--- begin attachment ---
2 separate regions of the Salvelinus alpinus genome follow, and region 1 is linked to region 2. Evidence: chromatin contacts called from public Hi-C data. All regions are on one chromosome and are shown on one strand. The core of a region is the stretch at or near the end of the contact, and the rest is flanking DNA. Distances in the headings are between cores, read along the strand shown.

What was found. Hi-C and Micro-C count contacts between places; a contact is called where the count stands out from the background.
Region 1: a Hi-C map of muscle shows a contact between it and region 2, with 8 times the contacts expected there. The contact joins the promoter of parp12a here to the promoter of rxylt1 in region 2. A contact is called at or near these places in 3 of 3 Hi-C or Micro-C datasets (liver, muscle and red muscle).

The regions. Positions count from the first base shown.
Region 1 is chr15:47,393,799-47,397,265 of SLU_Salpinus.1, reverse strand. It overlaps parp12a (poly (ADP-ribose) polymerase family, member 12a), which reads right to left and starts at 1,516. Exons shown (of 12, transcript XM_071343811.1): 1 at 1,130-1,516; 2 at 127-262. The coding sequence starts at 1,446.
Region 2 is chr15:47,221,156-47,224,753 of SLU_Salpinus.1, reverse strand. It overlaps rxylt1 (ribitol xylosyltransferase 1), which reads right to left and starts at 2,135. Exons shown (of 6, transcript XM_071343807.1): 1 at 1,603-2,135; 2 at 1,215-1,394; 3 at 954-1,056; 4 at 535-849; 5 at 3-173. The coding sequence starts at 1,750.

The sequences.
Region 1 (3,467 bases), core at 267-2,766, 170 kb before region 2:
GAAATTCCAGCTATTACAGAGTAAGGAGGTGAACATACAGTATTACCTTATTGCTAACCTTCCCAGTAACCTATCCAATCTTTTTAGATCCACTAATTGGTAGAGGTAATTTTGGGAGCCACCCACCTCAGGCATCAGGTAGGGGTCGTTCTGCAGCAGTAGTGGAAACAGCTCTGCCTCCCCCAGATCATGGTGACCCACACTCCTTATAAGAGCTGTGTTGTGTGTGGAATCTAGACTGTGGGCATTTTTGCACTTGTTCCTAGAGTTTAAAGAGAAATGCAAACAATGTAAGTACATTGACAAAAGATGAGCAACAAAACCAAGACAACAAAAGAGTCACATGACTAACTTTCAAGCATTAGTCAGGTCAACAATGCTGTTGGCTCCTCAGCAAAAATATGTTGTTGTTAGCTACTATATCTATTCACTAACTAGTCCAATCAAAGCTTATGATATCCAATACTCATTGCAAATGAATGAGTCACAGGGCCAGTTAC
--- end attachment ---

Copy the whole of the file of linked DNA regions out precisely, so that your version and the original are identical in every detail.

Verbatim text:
2 separate regions of the Salvelinus alpinus genome follow, and region 1 is linked to region 2. Evidence: chromatin contacts called from public Hi-C data. All regions are on one chromosome and are shown on one strand. The core of a region is the stretch at or near the end of the contact, and the rest is flanking DNA. Distances in the headings are between cores, read along the strand shown.

What was found. Hi-C and Micro-C count contacts between places; a contact is called where the count stands out from the background.
Region 1: a Hi-C map of muscle shows a contact between it and region 2, with 8 times the contacts expected there. The contact joins the promoter of parp12a here to the promoter of rxylt1 in region 2. A contact is called at or near these places in 3 of 3 Hi-C or Micro-C datasets (liver, muscle and red muscle).

The regions. Positions count from the first base shown.
Region 1 is chr15:47,393,799-47,397,265 of SLU_Salpinus.1, reverse strand. It overlaps parp12a (poly (ADP-ribose) polymerase family, member 12a), which reads right to left and starts at 1,516. Exons shown (of 12, transcript XM_071343811.1): 1 at 1,130-1,516; 2 at 127-262. The coding sequence starts at 1,446.
Region 2 is chr15:47,221,156-47,224,753 of SLU_Salpinus.1, reverse strand. It overlaps rxylt1 (ribitol xylosyltransferase 1), which reads right to left and starts at 2,135. Exons shown (of 6, transcript XM_071343807.1): 1 at 1,603-2,135; 2 at 1,215-1,394; 3 at 954-1,056; 4 at 535-849; 5 at 3-173. The coding sequence starts at 1,750.

The sequences.
Region 1 (3,467 bases), core at 267-2,766, 170 kb before region 2:
GAAATTCCAGCTATTACAGAGTAAGGAGGTGAACATACAGTATTACCTTATTGCTAACCTTCCCAGTAACCTATCCAATCTTTTTAGATCCACTAATTGGTAGAGGTAATTTTGGGAGCCACCCACCTCAGGCATCAGGTAGGGGTCGTTCTGCAGCAGTAGTGGAAACAGCTCTGCCTCCCCCAGATCATGGTGACCCACACTCCTTATAAGAGCTGTGTTGTGTGTGGAATCTAGACTGTGGGCATTTTTGCACTTGTTCCTAGAGTTTAAAGAGAAATGCAAACAATGTAAGTACATTGACAAAAGATGAGCAACAAAACCAAGACAACAAAAGAGTCACATGACTAACTTTCAAGCATTAGTCAGGTCAACAATGCTGTTGGCTCCTCAGCAAAAATATGTTGTTGTTAGCTACTATATCTATTCACTAACTAGTCCAATCAAAGCTTATGATATCCAATACTCATTGCAAATGAATGAGTCACAGGGCCAGTTAC